The experts warn that one confounding aspect of Zika virus infection is that up to 80 of cases may be asymptomatic. New tests now under development and improved surveillance data may help travelers make more informed decisions in the future. For now, Zika remains an important concern for women of reproductive age.

Media contact: For an embargoed PDF, please contact Lauren Evans at To interview the lead author, Daniel S. Graciaa, MD, MPH, please contact Holly Korschun at

3. Hospitalists should promote mobility in the hospital to neutralize the toxicity of bedrest

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Promoting patient mobility in the hospital may help to neutralize the toxic effects of bedrest. Experts recommend ways in which hospitalists can take a leading role in preventing functional decline among older patients receiving acute care in the hospital. Their paper is published online in Annals of Internal Medicine.

A robust literature has demonstrated that bedrest leads to functional decline in hospitalized patients. In particular, those older than 65 years are at substantial risk, with approximately 1 in 3 having loss of independence in daily living after hospitalization. Hospitalists are in a unique position to take a leading role in promoting patient mobility. Hospitalists from the Perelman School of Medicine at the University of Pennsylvania outline ways in which hospitalists can promote healthy mobility during acute care.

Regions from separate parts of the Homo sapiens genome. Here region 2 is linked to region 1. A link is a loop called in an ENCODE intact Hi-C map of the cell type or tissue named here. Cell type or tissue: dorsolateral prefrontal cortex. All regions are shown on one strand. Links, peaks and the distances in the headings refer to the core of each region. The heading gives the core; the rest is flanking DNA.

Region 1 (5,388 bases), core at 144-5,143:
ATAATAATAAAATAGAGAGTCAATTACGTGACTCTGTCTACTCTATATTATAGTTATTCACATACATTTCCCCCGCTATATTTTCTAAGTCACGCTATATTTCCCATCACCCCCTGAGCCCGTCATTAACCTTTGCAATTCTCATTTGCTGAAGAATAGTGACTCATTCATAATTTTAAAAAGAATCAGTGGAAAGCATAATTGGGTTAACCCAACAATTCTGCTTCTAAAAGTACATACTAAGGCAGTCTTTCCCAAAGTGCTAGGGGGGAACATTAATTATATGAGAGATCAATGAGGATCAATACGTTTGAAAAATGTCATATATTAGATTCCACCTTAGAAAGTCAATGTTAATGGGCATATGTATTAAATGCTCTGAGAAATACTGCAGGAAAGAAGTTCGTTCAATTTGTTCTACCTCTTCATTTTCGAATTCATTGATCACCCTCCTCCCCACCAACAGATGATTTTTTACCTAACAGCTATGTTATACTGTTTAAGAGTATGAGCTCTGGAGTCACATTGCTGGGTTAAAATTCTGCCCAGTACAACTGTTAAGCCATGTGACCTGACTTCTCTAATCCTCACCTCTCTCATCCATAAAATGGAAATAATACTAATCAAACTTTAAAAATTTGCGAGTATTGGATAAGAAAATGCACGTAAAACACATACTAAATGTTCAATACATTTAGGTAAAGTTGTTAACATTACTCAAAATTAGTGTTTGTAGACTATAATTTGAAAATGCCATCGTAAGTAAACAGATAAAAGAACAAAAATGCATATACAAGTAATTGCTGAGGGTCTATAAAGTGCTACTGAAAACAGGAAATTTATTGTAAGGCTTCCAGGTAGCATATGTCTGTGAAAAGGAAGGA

The authors recommend that hospitalists first assess the patient's current level of mobility to establish a baseline and set goals. This information can be ascertained through speaking with the family and reviewing the patient's chart. Second, they say that hospitalists should formulate a mobility plan for each patient upon admission. The mobility plan should outline daily goals for time out of bed and walking. Finally, hospitalists should discuss the mobility plan with the bedside nurse and patient as an explicit part of the daily rounds to ensure that the plan is followed.

The authors believe that following a mobility plan could help to reduce the number of discharges to skilled nursing facilities, enhance patient engagement and experience, and perhaps even influence post-discharge outcomes.

Media contact: For an embargoed PDF, please contact Lauren Evans at To interview the lead author, S. Ryan Greysen, MD, MHS, please email him directly at and copy his assistant at


Also new in this issue:

Early Experiences With Journal Data Sharing Policies: A Survey of Published Clinical Trial Investigators
Sara Tannenbaum, BA; Joseph S. Ross, MD, MHS; Harlan M. Krumholz, MD, SM; Nihar R. Desai, MD, MPH; Jessica D. Ritchie, MPH; Richard Lehman, MA, BM BCh; Ginger M. Gamble, MPH; Jacqueline Bachand, MPH; Sara Schroter, PhD; Trish Groves, MBBS; Cary P. Gross, MD Letters: Observations: Brief Research Reports

Making the Voices of Female Trainees Heard
Lisa S. Rotenstein, MD, MBA; Rebecca A. Berman, MD; Joel T. Katz, MD; Maria A. Yialamas, MD
Ideas and Opinions